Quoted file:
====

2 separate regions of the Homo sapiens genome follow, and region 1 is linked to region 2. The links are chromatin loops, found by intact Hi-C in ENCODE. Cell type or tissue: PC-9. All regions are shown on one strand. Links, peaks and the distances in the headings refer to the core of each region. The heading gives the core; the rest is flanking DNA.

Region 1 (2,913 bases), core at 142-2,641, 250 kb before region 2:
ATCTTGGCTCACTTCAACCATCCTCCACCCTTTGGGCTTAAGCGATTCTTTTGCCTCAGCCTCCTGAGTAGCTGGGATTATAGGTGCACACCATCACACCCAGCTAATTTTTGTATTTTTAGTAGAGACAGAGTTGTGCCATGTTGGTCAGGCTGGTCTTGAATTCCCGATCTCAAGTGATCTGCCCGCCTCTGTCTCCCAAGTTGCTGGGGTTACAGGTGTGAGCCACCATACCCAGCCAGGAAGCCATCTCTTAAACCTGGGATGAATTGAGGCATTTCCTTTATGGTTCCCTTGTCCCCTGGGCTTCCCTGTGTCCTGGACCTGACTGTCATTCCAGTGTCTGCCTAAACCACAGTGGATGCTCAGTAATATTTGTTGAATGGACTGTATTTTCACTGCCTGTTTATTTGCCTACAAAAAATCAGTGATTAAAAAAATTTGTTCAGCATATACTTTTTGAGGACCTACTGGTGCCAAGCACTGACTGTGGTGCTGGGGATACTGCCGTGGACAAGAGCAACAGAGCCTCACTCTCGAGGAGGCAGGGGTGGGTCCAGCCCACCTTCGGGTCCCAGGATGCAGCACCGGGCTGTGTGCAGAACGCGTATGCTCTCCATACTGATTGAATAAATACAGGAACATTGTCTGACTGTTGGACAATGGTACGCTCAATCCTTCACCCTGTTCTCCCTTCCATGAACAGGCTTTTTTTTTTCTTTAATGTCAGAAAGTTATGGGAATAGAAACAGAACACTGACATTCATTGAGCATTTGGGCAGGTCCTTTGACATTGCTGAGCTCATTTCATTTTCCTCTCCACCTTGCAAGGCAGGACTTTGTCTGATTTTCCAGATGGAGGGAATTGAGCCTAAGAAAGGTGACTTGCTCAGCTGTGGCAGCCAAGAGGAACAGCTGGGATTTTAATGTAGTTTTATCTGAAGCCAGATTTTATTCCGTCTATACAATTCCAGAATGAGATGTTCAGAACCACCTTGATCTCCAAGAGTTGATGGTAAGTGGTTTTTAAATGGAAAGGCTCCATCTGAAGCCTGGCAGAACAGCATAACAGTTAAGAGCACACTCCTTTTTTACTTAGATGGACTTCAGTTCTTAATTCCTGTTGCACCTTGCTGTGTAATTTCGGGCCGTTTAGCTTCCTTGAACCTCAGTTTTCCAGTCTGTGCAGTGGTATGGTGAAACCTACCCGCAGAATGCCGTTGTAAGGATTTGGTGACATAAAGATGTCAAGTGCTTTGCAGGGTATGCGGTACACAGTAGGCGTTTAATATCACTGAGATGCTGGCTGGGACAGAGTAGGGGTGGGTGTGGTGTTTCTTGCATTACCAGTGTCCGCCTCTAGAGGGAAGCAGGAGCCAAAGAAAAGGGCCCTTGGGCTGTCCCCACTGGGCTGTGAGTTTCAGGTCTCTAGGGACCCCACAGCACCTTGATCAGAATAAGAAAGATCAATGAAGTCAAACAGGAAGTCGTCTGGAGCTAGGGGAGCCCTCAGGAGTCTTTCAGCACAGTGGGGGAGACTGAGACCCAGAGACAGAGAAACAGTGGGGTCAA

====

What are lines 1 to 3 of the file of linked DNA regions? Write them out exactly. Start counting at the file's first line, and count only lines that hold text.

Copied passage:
2 separate regions of the Homo sapiens genome follow, and region 1 is linked to region 2. The links are chromatin loops, found by intact Hi-C in ENCODE. Cell type or tissue: PC-9. All regions are shown on one strand. Links, peaks and the distances in the headings refer to the core of each region. The heading gives the core; the rest is flanking DNA.

Region 1 (2,913 bases), core at 142-2,641, 250 kb before region 2:
ATCTTGGCTCACTTCAACCATCCTCCACCCTTTGGGCTTAAGCGATTCTTTTGCCTCAGCCTCCTGAGTAGCTGGGATTATAGGTGCACACCATCACACCCAGCTAATTTTTGTATTTTTAGTAGAGACAGAGTTGTGCCATGTTGGTCAGGCTGGTCTTGAATTCCCGATCTCAAGTGATCTGCCCGCCTCTGTCTCCCAAGTTGCTGGGGTTACAGGTGTGAGCCACCATACCCAGCCAGGAAGCCATCTCTTAAACCTGGGATGAATTGAGGCATTTCCTTTATGGTTCCCTTGTCCCCTGGGCTTCCCTGTGTCCTGGACCTGACTGTCATTCCAGTGTCTGCCTAAACCACAGTGGATGCTCAGTAATATTTGTTGAATGGACTGTATTTTCACTGCCTGTTTATTTGCCTACAAAAAATCAGTGATTAAAAAAATTTGTTCAGCATATACTTTTTGAGGACCTACTGGTGCCAAGCACTGACTGTGGTGCTGGGGATACTGCCGTGGACAAGAGCAACAGAGCCTCACTCTCGAGGAGGCAGGGGTGGGTCCAGCCCACCTTCGGGTCCCAGGATGCAGCACCGGGCTGTGTGCAGAACGCGTATGCTCTCCATACTGATTGAATAAATACAGGAACATTGTCTGACTGTTGGACAATGGTACGCTCAATCCTTCACCCTGTTCTCCCTTCCATGAACAGGCTTTTTTTTTTCTTTAATGTCAGAAAGTTATGGGAATAGAAACAGAACACTGACATTCATTGAGCATTTGGGCAGGTCCTTTGACATTGCTGAGCTCATTTCATTTTCCTCTCCACCTTGCAAGGCAGGACTTTGTCTGATTTTCCAGATGGAGGGAATTGAGCCTAAGAAAGGTGACTTGCTCAGCTGTGGCAGCCAAGAGGAACAGCTGGGATTTTAATGTAGTTTTATCTGAAGCCAGATTTTATTCCGTCTATACAATTCCAGAATGAGATGTTCAGAACCACCTTGATCTCCAAGAGTTGATGGTAAGTGGTTTTTAAATGGAAAGGCTCCATCTGAAGCCTGGCAGAACAGCATAACAGTTAAGAGCACACTCCTTTTTTACTTAGATGGACTTCAGTTCTTAATTCCTGTTGCACCTTGCTGTGTAATTTCGGGCCGTTTAGCTTCCTTGAACCTCAGTTTTCCAGTCTGTGCAGTGGTATGGTGAAACCTACCCGCAGAATGCCGTTGTAAGGATTTGGTGACATAAAGATGTCAAGTGCTTTGCAGGGTATGCGGTACACAGTAGGCGTTTAATATCACTGAGATGCTGGCTGGGACAGAGTAGGGGTGGGTGTGGTGTTTCTTGCATTACCAGTGTCCGCCTCTAGAGGGAAGCAGGAGCCAAAGAAAAGGGCCCTTGGGCTGTCCCCACTGGGCTGTGAGTTTCAGGTCTCTAGGGACCCCACAGCACCTTGATCAGAATAAGAAAGATCAATGAAGTCAAACAGGAAGTCGTCTGGAGCTAGGGGAGCCCTCAGGAGTCTTTCAGCACAGTGGGGGAGACTGAGACCCAGAGACAGAGAAACAGTGGGGTCAA